Introduction to Options Contracts

Reading Time: 8 Minutes

In this lesson we provide a brief introduction to options contracts. First, we discuss what an option contract actually is. We then move on to an introduction to some basic characteristics of options before providing a couple of simple examples of options. Lastly, we introduce the important concept of option moneyness.

This reading is part of our introductory options course. Please check out the full overview of lessons here.

1.     What are Options Contracts?

An option is a financial derivative contract that gives a party the right to buy or sell an underlying at a fixed price by a certain time in the future. The option buyer is the party who holds the right, whereas the option seller is the one who grants it.

There are two types of options, a call and a put. A call option gives you the right to buy the underlying, while a put option gives you the right to sell it. A given option contract is either a call, allowing the right to buy, or a put, allowing the right to sell, but not both, with the exception of some advanced types of options. The option buyer, also known as the long or option holder, holds the right to buy or sell, which is granted by the option seller, also known as the short or option writer.

The option buyer pays the seller a sum of money known as the option price, option premium, or simply the premium to obtain this right. This money is paid when the option contract is initiated.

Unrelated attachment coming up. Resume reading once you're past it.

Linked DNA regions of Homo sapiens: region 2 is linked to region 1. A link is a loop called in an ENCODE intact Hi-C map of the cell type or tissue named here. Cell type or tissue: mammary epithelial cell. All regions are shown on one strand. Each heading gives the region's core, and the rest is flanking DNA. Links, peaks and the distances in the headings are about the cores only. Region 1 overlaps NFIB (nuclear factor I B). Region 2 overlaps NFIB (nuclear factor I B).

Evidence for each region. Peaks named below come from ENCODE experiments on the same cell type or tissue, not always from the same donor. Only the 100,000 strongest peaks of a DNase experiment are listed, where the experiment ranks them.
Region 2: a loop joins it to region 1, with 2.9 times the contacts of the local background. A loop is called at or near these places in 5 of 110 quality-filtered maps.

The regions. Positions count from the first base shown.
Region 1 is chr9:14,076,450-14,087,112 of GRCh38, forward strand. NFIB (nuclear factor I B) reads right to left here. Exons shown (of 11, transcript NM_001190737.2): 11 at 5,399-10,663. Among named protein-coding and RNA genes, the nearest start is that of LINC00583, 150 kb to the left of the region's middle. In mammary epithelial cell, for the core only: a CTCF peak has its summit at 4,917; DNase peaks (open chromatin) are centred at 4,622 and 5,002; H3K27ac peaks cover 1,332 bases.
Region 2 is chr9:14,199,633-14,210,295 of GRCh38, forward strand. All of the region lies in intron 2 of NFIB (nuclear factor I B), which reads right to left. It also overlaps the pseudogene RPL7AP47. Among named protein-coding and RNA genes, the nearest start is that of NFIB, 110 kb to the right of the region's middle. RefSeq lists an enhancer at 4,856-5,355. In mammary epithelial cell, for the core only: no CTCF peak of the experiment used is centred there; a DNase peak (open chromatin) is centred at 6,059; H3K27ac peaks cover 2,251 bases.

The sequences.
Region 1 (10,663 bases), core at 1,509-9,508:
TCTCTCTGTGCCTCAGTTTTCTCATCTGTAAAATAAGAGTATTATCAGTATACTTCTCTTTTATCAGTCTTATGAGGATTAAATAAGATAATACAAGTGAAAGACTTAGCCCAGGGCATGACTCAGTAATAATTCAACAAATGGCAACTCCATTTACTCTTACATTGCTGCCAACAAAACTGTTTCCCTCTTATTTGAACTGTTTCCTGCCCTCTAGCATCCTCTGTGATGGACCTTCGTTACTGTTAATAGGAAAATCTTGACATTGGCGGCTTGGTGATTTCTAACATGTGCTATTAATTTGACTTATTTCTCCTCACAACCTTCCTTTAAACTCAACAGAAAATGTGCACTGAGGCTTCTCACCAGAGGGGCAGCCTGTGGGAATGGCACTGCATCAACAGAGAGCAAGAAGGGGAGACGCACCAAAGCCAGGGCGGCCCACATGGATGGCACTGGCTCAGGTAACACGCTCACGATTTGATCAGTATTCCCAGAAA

2. Basic Characteristics of Options

The exercise price, often known as the strike price or strike, is the preset price at which the option holder can purchase or sell the underlying. Exercise or exercising the option refers to the act of using this right to buy or sell the underlying. An option, like all derivative contracts, has an expiration date, which gives rise to the term “time to expiration.” When an option’s expiration date approaches, it simply expires if it is not used. 

Whether the option is a call or a put determines what happens at exercise. When a buyer exercises a call, he pays the exercise price and receives the underlying or a cash settlement in exchange. The seller is on the other side of the transaction, receiving the exercise price from the buyer and either delivering the underlying or paying an equivalent cash settlement. When a buyer exercises a put, he provides the stock and receives the exercise price or a cash settlement in exchange. As a result, the seller receives the underlying and must pay the exercise price or the cash settlement equivalent.

Cash settlement is possible, as stated in the preceding paragraph. When an option holder exercises a call, the seller pays the difference between the underlying’s market value and the exercise price in cash. If a put option is exercised, the difference between the exercise price and the market value of the underlying is paid in cash to the option holder.